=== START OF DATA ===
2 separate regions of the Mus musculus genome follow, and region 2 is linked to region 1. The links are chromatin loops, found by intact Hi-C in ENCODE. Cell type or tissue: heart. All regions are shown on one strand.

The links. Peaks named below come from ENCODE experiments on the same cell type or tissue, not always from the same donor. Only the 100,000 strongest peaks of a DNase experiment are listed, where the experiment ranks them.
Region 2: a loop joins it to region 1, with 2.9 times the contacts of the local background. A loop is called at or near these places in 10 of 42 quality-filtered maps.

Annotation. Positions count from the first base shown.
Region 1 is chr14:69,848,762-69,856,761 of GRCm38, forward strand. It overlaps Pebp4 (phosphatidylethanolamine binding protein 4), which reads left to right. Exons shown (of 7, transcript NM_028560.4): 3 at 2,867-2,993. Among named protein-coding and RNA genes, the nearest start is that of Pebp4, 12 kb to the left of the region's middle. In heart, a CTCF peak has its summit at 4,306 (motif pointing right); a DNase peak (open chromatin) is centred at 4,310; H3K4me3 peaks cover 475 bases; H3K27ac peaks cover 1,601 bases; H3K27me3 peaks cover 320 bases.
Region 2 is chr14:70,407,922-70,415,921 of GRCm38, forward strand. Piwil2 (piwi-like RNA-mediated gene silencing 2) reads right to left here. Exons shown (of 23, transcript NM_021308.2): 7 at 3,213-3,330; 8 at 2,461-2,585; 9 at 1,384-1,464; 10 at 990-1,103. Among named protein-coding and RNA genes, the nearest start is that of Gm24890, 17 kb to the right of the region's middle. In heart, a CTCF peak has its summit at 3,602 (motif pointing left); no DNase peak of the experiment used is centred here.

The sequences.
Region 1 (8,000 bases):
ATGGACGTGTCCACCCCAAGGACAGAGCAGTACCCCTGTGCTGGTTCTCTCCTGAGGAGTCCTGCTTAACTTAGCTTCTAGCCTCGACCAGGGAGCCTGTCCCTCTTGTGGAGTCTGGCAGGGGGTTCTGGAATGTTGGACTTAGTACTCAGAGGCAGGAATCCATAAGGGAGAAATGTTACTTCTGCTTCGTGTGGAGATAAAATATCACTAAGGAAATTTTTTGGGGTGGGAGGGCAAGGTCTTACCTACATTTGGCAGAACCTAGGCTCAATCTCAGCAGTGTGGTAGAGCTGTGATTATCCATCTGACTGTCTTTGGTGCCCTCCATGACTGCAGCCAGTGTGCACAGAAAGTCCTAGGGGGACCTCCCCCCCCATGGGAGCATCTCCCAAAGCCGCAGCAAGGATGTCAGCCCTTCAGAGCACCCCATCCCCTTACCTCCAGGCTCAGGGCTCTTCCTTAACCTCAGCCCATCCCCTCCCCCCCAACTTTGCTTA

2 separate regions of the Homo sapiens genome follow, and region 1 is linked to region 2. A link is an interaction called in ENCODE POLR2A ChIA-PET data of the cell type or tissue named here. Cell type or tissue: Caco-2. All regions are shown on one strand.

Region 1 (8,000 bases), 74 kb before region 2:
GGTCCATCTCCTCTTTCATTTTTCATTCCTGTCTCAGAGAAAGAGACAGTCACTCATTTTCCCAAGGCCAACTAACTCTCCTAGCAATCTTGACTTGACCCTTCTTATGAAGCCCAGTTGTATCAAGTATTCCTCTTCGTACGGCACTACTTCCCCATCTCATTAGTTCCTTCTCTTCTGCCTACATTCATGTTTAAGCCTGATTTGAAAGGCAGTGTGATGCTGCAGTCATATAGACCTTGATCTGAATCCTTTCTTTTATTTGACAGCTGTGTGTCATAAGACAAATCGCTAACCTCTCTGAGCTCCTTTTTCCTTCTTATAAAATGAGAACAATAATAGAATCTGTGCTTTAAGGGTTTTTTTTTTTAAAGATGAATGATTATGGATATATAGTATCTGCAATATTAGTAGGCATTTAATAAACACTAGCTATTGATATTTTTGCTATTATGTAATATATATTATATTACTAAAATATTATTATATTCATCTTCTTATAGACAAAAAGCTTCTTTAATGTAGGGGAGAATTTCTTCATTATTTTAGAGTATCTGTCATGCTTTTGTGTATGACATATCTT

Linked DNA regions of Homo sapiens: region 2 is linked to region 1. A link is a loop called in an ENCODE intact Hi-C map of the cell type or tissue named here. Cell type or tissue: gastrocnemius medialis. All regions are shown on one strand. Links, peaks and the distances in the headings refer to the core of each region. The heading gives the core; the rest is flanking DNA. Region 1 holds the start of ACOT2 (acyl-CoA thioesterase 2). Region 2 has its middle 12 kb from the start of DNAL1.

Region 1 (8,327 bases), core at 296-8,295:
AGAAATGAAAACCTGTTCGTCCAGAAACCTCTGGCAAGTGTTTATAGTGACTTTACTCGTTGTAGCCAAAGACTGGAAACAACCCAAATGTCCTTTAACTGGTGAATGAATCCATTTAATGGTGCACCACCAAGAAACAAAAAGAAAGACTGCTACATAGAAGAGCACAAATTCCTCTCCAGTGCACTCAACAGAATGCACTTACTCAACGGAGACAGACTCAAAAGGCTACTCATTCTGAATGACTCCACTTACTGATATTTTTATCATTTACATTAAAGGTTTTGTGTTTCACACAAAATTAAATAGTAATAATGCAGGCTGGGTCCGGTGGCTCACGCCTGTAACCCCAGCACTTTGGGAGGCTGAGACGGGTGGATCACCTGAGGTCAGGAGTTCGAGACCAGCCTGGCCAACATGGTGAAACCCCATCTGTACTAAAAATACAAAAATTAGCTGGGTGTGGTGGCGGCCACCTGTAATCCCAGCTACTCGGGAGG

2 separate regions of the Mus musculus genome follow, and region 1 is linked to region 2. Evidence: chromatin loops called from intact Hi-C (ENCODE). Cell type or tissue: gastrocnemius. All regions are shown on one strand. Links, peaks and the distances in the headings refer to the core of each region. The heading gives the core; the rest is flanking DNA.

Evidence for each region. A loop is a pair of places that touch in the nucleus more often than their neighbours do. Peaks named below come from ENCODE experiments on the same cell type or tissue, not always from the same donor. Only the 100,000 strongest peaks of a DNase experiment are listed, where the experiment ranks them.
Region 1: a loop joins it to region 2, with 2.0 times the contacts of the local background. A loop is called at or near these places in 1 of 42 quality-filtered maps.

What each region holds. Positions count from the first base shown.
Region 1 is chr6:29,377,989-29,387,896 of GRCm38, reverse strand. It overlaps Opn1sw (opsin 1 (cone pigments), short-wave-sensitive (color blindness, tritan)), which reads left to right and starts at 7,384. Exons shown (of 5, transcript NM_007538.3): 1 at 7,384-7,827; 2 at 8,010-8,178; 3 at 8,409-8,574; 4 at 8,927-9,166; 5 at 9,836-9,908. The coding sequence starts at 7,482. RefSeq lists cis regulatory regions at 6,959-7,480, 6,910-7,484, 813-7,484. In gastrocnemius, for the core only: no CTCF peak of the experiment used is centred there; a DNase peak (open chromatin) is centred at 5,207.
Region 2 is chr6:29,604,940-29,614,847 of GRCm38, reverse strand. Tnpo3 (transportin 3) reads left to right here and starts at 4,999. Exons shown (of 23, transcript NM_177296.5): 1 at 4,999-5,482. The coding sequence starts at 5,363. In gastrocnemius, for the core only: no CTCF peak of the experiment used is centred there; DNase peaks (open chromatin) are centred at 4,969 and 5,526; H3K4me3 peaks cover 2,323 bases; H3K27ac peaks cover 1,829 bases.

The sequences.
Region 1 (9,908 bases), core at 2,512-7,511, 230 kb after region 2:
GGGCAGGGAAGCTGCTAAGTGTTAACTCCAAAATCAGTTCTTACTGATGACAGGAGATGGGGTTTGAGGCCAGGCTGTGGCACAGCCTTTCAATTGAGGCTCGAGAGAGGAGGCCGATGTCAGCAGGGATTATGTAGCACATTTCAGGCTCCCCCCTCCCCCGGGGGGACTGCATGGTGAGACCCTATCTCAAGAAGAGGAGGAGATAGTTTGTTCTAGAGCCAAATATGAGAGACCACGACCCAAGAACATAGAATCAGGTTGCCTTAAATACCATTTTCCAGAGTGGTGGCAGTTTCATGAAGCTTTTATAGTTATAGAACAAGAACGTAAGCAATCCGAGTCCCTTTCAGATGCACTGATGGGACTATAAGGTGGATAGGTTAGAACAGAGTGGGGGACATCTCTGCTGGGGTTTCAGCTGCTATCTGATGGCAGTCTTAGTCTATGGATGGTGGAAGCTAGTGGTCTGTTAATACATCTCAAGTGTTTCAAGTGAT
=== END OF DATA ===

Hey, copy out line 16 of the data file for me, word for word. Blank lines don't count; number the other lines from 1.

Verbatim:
2 separate regions of the Mus musculus genome follow, and region 1 is linked to region 2. Evidence: chromatin loops called from intact Hi-C (ENCODE). Cell type or tissue: gastrocnemius. All regions are shown on one strand. Links, peaks and the distances in the headings refer to the core of each region. The heading gives the core; the rest is flanking DNA.